Multicultural literature is the study of literary works that deal with strong cultural content. Traditionally, such readings would predominantly deal with non-dominant, United States domestic culture, i.e., African American, Latino, Asian and Native American. However, this limited scope supports outdated concepts of diversity and excludes subcultures that are European in descent and international cultures that help us have greater historical understanding of U.S. culture and views about the western world. Accordingly, for the purposes of this book discussion group, we will use a broader definition of multicultural.

Like traditional literature, multicultural literature (MCL) deals with universal themes and the elements and techniques of whatever genre of literature. However, with the study of MCL, greater emphasis is placed on creating historical context, understanding elements of culture and exploring biases.

We, often, focus on differences and mentally separate ourselves from other cultures, creating an "Us versus Them" mentality. MCL provides us with the opportunity for greater understanding and appreciation of those cultures we deem different from our own.

Who can join?
The Book Club is open to all faculty, staff, students and community members.

How often does it meet?
The Book Club meets once a month, 12:00 p.m. – 1:00 p.m. Bring your own lunch.

Where does the club meet?
The Book Club meets at either the Intercultural Center or at the Library.

How do I get a copy of the book?
Contact Barbara Stransky, ext. 7279, to reserve a book for check out. Otherwise, you can borrow one from the Intercultural Center or purchase the book at a local store online.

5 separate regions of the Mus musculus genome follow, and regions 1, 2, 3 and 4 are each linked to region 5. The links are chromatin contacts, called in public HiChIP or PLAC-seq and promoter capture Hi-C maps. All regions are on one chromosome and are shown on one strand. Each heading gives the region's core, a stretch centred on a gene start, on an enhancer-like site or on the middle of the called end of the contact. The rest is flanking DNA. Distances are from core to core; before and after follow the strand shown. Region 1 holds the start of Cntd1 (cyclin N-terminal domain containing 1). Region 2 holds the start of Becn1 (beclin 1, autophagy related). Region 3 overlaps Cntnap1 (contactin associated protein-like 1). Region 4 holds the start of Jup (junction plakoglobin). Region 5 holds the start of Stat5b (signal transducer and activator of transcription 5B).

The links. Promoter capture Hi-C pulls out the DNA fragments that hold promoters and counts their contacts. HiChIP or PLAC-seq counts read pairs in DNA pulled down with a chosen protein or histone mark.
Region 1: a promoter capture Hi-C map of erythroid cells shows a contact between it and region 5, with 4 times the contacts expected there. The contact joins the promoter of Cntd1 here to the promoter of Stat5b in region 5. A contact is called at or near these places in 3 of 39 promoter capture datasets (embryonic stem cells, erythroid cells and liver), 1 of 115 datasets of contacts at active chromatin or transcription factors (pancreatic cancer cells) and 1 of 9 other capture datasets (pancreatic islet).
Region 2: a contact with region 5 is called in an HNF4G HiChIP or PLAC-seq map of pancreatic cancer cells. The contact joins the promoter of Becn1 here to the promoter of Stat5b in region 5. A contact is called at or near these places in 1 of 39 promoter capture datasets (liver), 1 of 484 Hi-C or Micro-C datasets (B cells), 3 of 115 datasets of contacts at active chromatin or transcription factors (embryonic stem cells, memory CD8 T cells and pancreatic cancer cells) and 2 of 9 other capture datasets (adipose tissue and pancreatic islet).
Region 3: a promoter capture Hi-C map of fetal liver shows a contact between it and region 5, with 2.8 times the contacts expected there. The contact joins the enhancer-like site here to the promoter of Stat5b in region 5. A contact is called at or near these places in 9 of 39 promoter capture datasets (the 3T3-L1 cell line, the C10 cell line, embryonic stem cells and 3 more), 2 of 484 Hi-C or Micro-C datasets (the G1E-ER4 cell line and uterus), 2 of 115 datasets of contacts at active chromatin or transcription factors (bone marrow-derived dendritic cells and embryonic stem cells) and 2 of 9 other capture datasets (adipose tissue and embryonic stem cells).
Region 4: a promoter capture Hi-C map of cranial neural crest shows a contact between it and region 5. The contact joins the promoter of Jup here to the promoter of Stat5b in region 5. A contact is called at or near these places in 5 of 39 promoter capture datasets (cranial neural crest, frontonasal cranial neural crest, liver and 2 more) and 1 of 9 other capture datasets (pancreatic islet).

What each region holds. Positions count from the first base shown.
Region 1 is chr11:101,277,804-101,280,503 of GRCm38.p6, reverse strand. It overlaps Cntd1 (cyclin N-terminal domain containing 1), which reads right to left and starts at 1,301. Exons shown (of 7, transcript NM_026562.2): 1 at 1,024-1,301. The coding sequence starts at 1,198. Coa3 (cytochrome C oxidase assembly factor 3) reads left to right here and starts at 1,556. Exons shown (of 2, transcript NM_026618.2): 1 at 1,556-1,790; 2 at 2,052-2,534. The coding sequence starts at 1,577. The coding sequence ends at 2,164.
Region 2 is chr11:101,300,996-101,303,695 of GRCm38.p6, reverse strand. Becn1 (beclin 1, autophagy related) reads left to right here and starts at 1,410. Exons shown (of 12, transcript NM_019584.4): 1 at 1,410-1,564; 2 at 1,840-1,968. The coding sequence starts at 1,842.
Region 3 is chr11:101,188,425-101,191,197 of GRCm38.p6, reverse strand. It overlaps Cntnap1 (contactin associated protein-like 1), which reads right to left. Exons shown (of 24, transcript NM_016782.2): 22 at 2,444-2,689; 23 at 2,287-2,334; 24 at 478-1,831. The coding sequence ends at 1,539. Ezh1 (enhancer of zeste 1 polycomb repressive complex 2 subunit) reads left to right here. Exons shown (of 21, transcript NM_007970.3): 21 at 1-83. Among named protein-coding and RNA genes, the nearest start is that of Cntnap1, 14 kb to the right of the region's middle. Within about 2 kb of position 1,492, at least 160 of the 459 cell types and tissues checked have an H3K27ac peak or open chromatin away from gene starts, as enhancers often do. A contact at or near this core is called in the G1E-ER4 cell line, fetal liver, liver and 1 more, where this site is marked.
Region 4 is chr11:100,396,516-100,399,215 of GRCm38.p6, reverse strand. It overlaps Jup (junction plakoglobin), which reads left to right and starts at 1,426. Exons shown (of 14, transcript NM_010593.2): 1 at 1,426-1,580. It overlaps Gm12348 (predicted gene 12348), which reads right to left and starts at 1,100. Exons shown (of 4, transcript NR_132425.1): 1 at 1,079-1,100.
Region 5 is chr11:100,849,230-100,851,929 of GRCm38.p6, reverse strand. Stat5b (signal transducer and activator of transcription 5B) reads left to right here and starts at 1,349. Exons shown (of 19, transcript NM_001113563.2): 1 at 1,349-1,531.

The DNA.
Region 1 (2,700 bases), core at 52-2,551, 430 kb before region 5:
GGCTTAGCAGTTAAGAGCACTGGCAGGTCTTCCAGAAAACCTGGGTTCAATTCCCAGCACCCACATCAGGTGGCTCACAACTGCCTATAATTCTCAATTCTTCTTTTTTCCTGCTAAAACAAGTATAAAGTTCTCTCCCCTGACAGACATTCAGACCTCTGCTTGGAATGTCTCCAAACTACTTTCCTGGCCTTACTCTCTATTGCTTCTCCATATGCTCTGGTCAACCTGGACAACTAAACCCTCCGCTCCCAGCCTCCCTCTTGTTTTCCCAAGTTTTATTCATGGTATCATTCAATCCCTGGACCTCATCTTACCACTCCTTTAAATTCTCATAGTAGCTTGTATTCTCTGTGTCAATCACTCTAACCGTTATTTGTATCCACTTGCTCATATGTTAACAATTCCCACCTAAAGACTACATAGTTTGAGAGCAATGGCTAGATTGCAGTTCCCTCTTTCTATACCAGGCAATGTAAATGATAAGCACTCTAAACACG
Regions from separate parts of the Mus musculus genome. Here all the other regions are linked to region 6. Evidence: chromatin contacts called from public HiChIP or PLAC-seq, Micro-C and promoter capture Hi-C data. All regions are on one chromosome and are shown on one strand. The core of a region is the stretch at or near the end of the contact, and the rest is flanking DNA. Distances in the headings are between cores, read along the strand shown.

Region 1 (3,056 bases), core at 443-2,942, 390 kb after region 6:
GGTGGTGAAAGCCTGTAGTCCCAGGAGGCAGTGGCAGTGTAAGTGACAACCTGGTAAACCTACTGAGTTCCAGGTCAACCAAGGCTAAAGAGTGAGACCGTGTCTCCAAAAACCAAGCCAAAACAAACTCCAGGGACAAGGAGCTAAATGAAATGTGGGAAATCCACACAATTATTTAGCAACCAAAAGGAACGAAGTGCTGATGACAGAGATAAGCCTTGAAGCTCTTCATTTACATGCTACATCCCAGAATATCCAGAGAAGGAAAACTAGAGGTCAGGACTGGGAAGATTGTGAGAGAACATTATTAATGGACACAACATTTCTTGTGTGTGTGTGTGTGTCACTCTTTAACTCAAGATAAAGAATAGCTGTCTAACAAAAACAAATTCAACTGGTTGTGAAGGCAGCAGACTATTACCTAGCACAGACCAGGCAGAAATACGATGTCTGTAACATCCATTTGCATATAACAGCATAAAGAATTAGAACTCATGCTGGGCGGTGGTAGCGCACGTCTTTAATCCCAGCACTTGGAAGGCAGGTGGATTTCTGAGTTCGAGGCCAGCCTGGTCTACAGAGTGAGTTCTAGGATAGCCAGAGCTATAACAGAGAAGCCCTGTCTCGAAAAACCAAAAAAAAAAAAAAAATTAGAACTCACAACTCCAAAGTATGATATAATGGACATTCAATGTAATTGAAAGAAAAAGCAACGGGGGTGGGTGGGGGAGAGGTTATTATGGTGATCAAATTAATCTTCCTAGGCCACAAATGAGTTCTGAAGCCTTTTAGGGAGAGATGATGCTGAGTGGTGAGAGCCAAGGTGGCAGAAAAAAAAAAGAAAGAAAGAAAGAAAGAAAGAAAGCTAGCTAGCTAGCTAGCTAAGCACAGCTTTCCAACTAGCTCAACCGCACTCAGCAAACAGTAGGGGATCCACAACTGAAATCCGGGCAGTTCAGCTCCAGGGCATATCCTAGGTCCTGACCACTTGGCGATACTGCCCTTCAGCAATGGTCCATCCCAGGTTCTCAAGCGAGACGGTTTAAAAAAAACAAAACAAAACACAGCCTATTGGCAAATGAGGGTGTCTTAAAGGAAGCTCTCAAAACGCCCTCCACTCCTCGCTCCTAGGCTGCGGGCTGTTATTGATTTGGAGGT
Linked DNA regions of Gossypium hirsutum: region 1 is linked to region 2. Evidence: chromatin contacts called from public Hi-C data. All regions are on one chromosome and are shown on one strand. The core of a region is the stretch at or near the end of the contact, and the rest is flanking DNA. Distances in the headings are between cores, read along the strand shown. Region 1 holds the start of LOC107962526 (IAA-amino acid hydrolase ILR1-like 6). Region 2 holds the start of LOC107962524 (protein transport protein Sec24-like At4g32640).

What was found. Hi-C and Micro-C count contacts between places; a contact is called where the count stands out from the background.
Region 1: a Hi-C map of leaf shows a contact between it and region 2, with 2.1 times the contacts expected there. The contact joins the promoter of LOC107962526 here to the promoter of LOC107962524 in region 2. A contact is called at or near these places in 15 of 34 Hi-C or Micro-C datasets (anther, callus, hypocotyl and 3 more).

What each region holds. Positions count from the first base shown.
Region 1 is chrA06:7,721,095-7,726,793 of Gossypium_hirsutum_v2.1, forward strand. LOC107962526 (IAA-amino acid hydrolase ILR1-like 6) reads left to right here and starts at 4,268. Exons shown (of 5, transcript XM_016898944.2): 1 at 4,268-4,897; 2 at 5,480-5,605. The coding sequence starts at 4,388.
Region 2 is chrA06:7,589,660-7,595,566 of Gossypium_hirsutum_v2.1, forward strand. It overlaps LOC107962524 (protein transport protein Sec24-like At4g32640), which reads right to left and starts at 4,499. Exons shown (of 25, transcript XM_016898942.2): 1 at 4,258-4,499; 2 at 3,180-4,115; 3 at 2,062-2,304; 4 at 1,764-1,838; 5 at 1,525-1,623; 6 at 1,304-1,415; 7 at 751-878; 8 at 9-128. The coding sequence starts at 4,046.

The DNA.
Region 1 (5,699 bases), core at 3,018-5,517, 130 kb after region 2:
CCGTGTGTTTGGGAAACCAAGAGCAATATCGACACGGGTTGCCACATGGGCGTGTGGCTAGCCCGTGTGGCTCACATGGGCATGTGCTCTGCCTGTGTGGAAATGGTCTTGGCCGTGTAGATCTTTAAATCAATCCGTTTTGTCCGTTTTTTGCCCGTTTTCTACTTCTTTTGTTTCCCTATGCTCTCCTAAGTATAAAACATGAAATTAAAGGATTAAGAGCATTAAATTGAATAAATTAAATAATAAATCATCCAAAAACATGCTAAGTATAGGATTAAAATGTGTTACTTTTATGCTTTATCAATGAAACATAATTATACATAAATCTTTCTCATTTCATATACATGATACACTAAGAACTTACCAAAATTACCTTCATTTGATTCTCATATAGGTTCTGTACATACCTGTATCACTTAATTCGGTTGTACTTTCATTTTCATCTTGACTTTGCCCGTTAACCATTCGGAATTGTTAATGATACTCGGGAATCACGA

What's in it for You?

  • Increased understanding and appreciation of cultural differences
  • Ability to articulate norms associated with individual cultures
  • Possible ways to integrate elements of multiculturalism or multicultural literature into the classroom (faculty)
  • Great books, great conversation and great fun!

Book List Fall 2015

Go Set a Watchman - Harper Lee
Jean Louise "Scout" is forced to grapple with personal and political issues as she tries to understand her father's attitude toward society.  This novel shows early versions of many of the characters from To Kill a Mockingbird. 

September 8th at the Library

God Help the Child - Toni Morrison
Toni Morrison explores the brokenness of adults caused by their traumatic childhoods. At the heart of the novel is a love story between a woman named Bride and a man named Booker

October 13th at the Library

The Orphan Master’s Son - Adam Johnson

Jun Do is The Orphan Master’s Son, a North Korean who is working as a government-sanctioned kidnapper. Through his story, readers learns that he longs for love, acceptance, and hope. 
November 10th at the Library

The Underground Girls of Kabul - Jenny Nordburg

A bacha is a third kind of child – a girl who will be raised as a boy and presented as a son to the world. Afghan women and girls clandestinely live on the other side of the gender divide that grants half its population almost no rights and little freedom. 
December 8th at the Library
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